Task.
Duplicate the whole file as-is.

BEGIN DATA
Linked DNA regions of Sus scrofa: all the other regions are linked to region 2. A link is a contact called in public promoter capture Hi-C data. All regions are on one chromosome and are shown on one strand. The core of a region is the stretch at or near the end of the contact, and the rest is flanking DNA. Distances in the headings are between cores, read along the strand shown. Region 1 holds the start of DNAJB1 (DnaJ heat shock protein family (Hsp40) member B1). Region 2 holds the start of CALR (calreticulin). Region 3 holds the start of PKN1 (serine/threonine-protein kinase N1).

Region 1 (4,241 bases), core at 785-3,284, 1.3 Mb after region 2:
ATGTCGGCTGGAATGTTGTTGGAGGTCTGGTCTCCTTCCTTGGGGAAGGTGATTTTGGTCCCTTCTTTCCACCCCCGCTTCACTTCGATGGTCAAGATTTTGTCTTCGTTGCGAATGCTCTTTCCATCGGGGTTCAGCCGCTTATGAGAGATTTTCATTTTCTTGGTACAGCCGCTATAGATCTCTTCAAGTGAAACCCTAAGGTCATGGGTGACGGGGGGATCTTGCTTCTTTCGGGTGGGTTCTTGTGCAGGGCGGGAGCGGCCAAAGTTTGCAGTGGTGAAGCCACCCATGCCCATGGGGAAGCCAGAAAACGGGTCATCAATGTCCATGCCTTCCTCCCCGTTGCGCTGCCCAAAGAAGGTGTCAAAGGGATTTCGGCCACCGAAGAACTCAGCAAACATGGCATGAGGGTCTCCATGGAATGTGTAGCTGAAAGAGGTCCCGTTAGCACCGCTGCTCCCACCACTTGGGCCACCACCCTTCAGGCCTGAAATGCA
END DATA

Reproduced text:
Linked DNA regions of Sus scrofa: all the other regions are linked to region 2. A link is a contact called in public promoter capture Hi-C data. All regions are on one chromosome and are shown on one strand. The core of a region is the stretch at or near the end of the contact, and the rest is flanking DNA. Distances in the headings are between cores, read along the strand shown. Region 1 holds the start of DNAJB1 (DnaJ heat shock protein family (Hsp40) member B1). Region 2 holds the start of CALR (calreticulin). Region 3 holds the start of PKN1 (serine/threonine-protein kinase N1).

Region 1 (4,241 bases), core at 785-3,284, 1.3 Mb after region 2:
ATGTCGGCTGGAATGTTGTTGGAGGTCTGGTCTCCTTCCTTGGGGAAGGTGATTTTGGTCCCTTCTTTCCACCCCCGCTTCACTTCGATGGTCAAGATTTTGTCTTCGTTGCGAATGCTCTTTCCATCGGGGTTCAGCCGCTTATGAGAGATTTTCATTTTCTTGGTACAGCCGCTATAGATCTCTTCAAGTGAAACCCTAAGGTCATGGGTGACGGGGGGATCTTGCTTCTTTCGGGTGGGTTCTTGTGCAGGGCGGGAGCGGCCAAAGTTTGCAGTGGTGAAGCCACCCATGCCCATGGGGAAGCCAGAAAACGGGTCATCAATGTCCATGCCTTCCTCCCCGTTGCGCTGCCCAAAGAAGGTGTCAAAGGGATTTCGGCCACCGAAGAACTCAGCAAACATGGCATGAGGGTCTCCATGGAATGTGTAGCTGAAAGAGGTCCCGTTAGCACCGCTGCTCCCACCACTTGGGCCACCACCCTTCAGGCCTGAAATGCA